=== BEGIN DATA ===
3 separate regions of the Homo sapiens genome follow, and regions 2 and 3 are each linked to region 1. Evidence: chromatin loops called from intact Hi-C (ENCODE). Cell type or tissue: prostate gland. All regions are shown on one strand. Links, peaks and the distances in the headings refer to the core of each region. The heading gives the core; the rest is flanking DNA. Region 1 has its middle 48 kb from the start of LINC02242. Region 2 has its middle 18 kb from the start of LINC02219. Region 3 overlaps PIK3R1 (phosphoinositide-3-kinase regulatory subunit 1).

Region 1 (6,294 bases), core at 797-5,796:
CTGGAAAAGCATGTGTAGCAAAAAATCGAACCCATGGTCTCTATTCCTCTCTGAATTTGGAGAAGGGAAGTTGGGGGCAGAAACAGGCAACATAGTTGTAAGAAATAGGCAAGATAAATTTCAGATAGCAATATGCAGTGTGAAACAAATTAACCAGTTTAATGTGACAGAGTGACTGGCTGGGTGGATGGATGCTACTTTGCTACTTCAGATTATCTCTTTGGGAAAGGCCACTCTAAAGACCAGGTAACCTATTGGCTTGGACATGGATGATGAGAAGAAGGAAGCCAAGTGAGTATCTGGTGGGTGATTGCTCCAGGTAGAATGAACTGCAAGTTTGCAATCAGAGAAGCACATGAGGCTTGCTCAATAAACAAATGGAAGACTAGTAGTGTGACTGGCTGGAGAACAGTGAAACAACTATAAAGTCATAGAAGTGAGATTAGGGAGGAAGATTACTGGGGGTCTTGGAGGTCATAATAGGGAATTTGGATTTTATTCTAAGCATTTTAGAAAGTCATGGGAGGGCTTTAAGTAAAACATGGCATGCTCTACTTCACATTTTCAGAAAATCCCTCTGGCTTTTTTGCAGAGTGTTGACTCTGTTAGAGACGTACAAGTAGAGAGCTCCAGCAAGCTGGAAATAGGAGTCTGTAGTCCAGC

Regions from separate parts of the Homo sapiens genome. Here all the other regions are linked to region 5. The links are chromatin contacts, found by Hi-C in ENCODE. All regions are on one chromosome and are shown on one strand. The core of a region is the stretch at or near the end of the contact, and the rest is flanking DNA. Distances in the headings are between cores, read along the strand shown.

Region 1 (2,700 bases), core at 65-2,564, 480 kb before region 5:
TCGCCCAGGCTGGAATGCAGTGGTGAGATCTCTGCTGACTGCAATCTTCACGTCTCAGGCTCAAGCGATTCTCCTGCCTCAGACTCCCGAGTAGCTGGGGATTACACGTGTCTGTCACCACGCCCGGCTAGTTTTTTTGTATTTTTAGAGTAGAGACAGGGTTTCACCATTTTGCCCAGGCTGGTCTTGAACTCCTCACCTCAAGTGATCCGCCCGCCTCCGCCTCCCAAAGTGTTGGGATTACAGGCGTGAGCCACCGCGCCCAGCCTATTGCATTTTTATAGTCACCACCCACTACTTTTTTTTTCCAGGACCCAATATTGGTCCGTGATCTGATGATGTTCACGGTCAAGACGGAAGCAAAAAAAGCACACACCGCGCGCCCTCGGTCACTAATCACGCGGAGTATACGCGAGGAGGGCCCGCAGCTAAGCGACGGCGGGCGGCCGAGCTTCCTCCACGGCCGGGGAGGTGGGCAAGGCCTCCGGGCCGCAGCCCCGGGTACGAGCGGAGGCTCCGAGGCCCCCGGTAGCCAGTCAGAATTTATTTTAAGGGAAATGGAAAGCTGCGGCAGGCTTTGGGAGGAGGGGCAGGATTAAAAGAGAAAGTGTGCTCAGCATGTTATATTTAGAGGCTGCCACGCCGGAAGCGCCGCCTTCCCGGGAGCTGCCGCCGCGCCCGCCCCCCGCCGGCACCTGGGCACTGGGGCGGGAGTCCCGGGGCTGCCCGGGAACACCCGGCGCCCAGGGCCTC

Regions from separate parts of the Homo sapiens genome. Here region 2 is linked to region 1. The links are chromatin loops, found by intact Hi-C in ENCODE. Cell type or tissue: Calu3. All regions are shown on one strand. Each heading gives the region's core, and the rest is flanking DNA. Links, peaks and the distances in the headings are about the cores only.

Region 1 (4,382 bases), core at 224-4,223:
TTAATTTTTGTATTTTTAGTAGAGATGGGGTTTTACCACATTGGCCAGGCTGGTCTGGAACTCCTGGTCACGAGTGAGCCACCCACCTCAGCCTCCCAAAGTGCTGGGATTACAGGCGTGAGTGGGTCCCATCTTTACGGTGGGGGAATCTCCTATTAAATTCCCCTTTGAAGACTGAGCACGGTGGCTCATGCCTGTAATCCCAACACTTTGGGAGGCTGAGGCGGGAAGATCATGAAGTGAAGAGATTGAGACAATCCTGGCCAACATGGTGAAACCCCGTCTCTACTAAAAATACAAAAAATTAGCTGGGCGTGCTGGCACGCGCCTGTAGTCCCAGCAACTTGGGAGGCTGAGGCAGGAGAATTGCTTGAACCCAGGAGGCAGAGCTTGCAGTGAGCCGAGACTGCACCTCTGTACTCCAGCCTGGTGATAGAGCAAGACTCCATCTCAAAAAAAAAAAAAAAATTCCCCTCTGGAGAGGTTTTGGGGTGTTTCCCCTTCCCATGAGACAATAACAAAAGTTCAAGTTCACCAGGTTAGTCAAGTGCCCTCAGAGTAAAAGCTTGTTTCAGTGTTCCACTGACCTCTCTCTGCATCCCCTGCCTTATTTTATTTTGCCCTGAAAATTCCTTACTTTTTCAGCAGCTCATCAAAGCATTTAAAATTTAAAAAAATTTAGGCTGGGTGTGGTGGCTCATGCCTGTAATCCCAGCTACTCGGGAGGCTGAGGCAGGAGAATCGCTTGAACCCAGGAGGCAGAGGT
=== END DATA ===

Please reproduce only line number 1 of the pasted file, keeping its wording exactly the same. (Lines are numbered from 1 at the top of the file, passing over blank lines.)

3 separate regions of the Homo sapiens genome follow, and regions 2 and 3 are each linked to region 1. Evidence: chromatin loops called from intact Hi-C (ENCODE). Cell type or tissue: prostate gland. All regions are shown on one strand. Links, peaks and the distances in the headings refer to the core of each region. The heading gives the core; the rest is flanking DNA. Region 1 has its middle 48 kb from the start of LINC02242. Region 2 has its middle 18 kb from the start of LINC02219. Region 3 overlaps PIK3R1 (phosphoinositide-3-kinase regulatory subunit 1).